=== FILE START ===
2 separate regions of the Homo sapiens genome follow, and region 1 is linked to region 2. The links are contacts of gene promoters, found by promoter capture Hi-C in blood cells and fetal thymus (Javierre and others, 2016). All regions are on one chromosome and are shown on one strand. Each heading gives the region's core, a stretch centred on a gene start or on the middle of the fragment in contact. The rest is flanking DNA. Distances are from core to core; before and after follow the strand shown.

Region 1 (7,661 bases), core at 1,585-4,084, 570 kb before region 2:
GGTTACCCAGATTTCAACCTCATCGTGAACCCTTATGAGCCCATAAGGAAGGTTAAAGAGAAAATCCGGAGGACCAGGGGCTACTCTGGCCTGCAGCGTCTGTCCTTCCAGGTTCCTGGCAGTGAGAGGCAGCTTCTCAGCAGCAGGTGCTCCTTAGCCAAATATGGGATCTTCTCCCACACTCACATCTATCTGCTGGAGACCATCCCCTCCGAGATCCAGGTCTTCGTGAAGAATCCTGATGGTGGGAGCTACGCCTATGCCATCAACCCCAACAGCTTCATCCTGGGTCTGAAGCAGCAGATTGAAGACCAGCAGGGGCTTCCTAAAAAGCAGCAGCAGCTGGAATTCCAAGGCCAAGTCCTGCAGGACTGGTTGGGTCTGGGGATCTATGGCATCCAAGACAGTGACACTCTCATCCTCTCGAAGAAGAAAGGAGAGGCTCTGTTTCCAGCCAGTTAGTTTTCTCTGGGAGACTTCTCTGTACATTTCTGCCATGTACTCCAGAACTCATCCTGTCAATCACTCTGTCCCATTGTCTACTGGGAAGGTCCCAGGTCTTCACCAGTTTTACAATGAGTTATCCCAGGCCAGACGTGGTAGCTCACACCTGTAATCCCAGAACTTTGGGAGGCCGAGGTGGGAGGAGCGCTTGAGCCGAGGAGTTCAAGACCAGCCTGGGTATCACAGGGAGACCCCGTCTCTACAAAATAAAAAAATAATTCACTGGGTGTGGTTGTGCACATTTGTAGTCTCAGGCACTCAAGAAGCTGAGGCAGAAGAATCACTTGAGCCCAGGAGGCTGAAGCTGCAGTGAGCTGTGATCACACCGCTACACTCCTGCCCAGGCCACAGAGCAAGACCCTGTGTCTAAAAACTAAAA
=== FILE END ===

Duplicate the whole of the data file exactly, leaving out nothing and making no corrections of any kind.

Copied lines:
2 separate regions of the Homo sapiens genome follow, and region 1 is linked to region 2. The links are contacts of gene promoters, found by promoter capture Hi-C in blood cells and fetal thymus (Javierre and others, 2016). All regions are on one chromosome and are shown on one strand. Each heading gives the region's core, a stretch centred on a gene start or on the middle of the fragment in contact. The rest is flanking DNA. Distances are from core to core; before and after follow the strand shown.

Region 1 (7,661 bases), core at 1,585-4,084, 570 kb before region 2:
GGTTACCCAGATTTCAACCTCATCGTGAACCCTTATGAGCCCATAAGGAAGGTTAAAGAGAAAATCCGGAGGACCAGGGGCTACTCTGGCCTGCAGCGTCTGTCCTTCCAGGTTCCTGGCAGTGAGAGGCAGCTTCTCAGCAGCAGGTGCTCCTTAGCCAAATATGGGATCTTCTCCCACACTCACATCTATCTGCTGGAGACCATCCCCTCCGAGATCCAGGTCTTCGTGAAGAATCCTGATGGTGGGAGCTACGCCTATGCCATCAACCCCAACAGCTTCATCCTGGGTCTGAAGCAGCAGATTGAAGACCAGCAGGGGCTTCCTAAAAAGCAGCAGCAGCTGGAATTCCAAGGCCAAGTCCTGCAGGACTGGTTGGGTCTGGGGATCTATGGCATCCAAGACAGTGACACTCTCATCCTCTCGAAGAAGAAAGGAGAGGCTCTGTTTCCAGCCAGTTAGTTTTCTCTGGGAGACTTCTCTGTACATTTCTGCCATGTACTCCAGAACTCATCCTGTCAATCACTCTGTCCCATTGTCTACTGGGAAGGTCCCAGGTCTTCACCAGTTTTACAATGAGTTATCCCAGGCCAGACGTGGTAGCTCACACCTGTAATCCCAGAACTTTGGGAGGCCGAGGTGGGAGGAGCGCTTGAGCCGAGGAGTTCAAGACCAGCCTGGGTATCACAGGGAGACCCCGTCTCTACAAAATAAAAAAATAATTCACTGGGTGTGGTTGTGCACATTTGTAGTCTCAGGCACTCAAGAAGCTGAGGCAGAAGAATCACTTGAGCCCAGGAGGCTGAAGCTGCAGTGAGCTGTGATCACACCGCTACACTCCTGCCCAGGCCACAGAGCAAGACCCTGTGTCTAAAAACTAAAA